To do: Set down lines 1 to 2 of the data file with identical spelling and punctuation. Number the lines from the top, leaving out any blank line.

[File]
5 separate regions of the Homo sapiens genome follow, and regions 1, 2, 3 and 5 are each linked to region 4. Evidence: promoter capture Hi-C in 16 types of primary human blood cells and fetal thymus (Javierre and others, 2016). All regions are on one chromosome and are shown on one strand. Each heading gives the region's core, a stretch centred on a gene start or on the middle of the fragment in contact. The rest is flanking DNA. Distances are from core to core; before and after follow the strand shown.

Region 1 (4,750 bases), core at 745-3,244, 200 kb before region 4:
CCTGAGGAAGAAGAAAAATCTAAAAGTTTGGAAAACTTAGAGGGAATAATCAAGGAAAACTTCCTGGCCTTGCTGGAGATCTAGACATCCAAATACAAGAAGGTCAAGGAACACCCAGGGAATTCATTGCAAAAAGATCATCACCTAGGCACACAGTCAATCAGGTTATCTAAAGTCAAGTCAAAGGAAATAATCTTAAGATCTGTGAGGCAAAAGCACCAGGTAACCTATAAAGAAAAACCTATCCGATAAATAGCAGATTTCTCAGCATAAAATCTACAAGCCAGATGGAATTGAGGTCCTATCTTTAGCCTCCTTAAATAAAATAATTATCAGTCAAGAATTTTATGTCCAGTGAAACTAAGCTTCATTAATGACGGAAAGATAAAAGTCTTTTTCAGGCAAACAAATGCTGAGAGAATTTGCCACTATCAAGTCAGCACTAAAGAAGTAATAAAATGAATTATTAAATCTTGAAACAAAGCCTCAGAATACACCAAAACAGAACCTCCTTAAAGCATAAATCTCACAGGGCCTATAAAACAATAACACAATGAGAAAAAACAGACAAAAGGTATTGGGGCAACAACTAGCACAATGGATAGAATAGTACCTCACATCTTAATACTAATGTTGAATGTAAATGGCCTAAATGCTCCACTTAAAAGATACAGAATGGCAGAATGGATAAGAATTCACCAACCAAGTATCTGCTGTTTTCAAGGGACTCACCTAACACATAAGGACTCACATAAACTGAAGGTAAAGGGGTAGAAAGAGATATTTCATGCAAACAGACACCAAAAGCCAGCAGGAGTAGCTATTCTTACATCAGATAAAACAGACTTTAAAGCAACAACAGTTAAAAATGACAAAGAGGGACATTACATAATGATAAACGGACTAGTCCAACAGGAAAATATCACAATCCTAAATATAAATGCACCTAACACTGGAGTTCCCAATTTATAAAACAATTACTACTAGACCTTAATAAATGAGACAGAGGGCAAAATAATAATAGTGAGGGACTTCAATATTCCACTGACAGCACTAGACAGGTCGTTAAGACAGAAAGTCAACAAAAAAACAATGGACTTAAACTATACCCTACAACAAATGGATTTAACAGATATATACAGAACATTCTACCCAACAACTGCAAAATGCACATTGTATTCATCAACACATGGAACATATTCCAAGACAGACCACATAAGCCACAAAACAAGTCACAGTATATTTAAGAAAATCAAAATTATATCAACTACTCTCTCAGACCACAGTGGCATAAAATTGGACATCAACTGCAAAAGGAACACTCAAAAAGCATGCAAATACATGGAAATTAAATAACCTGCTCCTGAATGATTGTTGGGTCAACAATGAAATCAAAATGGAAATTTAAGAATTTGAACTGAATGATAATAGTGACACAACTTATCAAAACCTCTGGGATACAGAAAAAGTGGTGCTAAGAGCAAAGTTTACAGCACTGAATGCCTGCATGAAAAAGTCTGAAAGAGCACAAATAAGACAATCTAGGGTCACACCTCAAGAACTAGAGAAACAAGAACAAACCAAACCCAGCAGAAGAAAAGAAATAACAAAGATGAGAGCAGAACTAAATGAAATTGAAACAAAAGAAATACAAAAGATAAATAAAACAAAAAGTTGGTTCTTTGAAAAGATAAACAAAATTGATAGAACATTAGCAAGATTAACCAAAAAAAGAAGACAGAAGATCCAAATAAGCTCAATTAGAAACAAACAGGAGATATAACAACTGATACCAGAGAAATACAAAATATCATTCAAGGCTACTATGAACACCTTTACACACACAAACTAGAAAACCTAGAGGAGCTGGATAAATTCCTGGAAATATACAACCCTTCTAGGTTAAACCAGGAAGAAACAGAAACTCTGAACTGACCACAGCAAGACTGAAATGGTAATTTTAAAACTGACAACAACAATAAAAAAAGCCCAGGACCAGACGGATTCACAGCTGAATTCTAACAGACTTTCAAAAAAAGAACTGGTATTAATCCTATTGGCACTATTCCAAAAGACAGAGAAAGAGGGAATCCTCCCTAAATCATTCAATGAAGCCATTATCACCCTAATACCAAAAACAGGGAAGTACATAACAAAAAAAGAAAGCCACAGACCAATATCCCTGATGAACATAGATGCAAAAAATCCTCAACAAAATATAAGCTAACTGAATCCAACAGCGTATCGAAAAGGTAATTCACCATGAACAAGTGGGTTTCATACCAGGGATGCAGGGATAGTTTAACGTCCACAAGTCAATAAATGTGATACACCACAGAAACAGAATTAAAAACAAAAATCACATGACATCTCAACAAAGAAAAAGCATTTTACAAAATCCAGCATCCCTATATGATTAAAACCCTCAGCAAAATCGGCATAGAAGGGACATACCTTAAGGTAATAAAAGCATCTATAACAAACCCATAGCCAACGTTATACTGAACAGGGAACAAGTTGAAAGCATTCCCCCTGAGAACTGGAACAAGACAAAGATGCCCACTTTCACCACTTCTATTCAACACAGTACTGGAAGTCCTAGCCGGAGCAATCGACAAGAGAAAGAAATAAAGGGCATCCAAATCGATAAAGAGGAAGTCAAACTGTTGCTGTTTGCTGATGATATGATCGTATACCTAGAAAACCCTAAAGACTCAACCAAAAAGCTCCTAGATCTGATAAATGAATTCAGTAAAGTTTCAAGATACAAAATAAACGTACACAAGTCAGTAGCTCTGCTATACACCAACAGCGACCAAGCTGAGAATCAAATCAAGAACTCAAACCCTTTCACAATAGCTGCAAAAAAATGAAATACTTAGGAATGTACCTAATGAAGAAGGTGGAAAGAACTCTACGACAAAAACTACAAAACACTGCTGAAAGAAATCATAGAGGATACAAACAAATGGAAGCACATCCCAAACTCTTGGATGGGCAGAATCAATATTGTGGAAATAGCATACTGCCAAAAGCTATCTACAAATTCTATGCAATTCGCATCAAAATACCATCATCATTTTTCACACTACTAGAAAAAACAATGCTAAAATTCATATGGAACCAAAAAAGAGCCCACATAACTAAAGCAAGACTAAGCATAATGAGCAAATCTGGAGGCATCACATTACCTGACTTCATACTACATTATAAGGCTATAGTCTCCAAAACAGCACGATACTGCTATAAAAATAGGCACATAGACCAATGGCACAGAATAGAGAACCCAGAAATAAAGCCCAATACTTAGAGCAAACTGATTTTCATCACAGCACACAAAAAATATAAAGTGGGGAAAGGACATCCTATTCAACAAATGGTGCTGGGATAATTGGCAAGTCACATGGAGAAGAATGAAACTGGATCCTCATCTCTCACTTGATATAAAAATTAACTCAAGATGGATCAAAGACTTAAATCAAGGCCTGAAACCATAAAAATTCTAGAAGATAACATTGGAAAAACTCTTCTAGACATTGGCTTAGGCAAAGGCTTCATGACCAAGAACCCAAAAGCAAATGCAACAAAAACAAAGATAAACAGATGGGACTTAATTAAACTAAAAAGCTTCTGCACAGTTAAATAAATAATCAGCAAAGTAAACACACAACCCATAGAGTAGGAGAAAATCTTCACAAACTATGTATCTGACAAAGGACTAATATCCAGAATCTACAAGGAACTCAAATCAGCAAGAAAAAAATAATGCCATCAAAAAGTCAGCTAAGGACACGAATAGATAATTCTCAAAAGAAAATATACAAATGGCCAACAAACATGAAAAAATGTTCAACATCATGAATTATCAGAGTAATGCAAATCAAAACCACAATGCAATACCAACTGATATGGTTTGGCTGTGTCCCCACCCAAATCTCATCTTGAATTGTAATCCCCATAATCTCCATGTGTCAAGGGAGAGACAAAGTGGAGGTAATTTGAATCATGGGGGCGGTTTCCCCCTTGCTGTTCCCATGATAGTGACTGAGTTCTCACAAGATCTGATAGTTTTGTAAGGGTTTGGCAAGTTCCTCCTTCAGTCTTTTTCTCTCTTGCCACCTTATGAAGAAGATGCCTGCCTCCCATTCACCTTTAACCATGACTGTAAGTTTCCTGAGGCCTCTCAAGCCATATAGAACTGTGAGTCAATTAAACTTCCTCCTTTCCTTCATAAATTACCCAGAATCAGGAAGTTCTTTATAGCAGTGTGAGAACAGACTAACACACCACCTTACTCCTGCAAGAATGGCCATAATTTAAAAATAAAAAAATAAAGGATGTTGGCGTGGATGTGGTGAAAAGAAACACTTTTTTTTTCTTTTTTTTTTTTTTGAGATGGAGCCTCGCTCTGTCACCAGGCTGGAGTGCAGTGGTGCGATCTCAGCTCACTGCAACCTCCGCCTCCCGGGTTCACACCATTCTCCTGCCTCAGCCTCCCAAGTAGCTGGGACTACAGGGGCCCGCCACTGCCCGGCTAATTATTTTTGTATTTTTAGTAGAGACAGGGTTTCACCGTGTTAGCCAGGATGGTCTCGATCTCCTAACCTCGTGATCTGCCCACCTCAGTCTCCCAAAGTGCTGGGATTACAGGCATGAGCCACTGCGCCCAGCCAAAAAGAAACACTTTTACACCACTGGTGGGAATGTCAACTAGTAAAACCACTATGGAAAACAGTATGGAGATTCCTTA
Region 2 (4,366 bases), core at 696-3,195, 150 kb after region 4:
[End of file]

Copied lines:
5 separate regions of the Homo sapiens genome follow, and regions 1, 2, 3 and 5 are each linked to region 4. Evidence: promoter capture Hi-C in 16 types of primary human blood cells and fetal thymus (Javierre and others, 2016). All regions are on one chromosome and are shown on one strand. Each heading gives the region's core, a stretch centred on a gene start or on the middle of the fragment in contact. The rest is flanking DNA. Distances are from core to core; before and after follow the strand shown.

Region 1 (4,750 bases), core at 745-3,244, 200 kb before region 4: